“In the flow of traffic
The family cars, in the dim
Sound of the living
The noise of increase to which we owe
What we possess. We cannot reconcile ourselves.
No one is reconciled, tho we spring
From the ground together-”
This particular passage of “Return” by Oppen is for me a wonderful depiction of a conflict I am beginning to recognize in a new light. I’ll get back to the poem momentarily to explore how this is related, hopefully, but the passage is particularly moving because it dovetails nicely with a new understanding of what “atheism” implies, though I hesitate to use the word with all its connotations, but that’s for another time. The juxtaposition of humanity (a term I am, yet again, antsy about using in this context because it has to me a connotation of placing humans somehow above or outside of “nature” and thus in turn unwittingly invokes something (e.g. god) to do the elevating) with the beautiful image of the tree that appears in the next stanza struck me strongly. Oppen preempts the next image of the tree a bit and tells us that “we spring/ From the ground together” which is a newly fascinating idea, one I’d always grasped and indeed believed, but to which I now hold firmly and with a new touch.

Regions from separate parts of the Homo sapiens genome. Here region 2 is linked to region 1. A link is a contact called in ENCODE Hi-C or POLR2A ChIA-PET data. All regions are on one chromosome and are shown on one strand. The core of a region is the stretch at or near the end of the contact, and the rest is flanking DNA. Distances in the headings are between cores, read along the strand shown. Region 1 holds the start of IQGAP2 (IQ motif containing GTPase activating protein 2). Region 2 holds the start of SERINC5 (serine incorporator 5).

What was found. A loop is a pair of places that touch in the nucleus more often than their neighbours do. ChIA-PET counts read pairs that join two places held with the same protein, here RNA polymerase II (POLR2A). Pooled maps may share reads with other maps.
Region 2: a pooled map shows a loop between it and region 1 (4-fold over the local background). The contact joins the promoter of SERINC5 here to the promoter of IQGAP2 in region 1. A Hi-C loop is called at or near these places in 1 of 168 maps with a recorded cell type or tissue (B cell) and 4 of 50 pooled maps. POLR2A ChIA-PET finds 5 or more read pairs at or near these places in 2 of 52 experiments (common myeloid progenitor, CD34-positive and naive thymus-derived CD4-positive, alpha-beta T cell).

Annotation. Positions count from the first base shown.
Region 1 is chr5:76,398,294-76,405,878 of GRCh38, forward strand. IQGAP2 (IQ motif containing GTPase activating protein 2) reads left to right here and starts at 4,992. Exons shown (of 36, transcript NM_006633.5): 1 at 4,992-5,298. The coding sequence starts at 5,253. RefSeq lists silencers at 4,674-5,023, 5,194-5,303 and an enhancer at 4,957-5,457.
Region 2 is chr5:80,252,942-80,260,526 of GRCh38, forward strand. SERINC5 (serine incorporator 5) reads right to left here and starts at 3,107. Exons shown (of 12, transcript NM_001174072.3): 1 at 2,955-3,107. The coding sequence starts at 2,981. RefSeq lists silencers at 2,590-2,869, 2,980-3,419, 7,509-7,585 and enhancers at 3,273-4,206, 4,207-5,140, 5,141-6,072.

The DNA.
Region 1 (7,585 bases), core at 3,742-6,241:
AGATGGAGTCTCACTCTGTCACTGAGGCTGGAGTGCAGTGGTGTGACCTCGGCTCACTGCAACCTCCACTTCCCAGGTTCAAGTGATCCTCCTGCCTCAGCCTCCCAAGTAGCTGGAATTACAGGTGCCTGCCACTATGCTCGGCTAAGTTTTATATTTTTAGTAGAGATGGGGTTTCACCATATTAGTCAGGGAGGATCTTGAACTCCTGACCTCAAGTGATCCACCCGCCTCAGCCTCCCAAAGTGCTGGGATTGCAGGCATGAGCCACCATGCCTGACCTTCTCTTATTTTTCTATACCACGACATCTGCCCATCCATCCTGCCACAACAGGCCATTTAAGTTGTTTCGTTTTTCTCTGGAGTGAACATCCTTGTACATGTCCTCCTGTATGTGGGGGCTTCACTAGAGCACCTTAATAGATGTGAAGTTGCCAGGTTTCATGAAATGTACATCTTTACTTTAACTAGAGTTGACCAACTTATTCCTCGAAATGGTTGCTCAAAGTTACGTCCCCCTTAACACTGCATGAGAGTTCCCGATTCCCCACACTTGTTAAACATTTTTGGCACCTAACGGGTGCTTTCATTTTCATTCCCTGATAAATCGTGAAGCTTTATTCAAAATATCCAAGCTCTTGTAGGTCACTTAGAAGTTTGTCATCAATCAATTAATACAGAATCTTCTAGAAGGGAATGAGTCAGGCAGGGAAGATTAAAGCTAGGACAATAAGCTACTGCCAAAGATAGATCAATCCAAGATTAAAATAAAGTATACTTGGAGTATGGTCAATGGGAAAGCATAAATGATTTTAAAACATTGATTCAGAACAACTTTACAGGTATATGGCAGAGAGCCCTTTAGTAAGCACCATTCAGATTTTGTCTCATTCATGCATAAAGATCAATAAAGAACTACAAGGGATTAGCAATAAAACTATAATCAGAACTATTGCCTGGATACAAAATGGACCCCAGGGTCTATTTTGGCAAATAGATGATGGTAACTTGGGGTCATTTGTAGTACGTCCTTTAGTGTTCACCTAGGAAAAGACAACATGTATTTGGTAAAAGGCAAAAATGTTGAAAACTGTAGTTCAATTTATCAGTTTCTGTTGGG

This first stanza’s natural hum of life, this “dim sound” which you hear in time-lapse shots of rain forrest foliage growing, or on the parkway, with which Oppen and I cannot reconcile ourselves is itself (though I believe the inability to achieve reconciliation in this poem is twofold, both between the individual and society as well as and man and nature), or at least points directly towards in its own synthetic nature-ness, a contradiction. It is both entirely natural, in the sense of its being indirect, feedback, the remainder of unintentional overabundance, the “noise of increase;” as well as entirely synthetic, man-made, man-made yet appearing between the edges of what is “man-made” and what is “of nature.”
This passage is juxtaposed against, first, the opening lines which declare ownership and possession of the earth (“But we drive” implying the problematic response to this ownership), and second, the next stanza’s passionate description of a sequoia seed’s imagined growth. The grand declarations of a king are likened to such now-common claims on the earth as laying a road or sod, and then the imag(in)e(d) of the tree bursting forth even though it is in a “room without soil” next to “the tremendous slab/Of the tree.”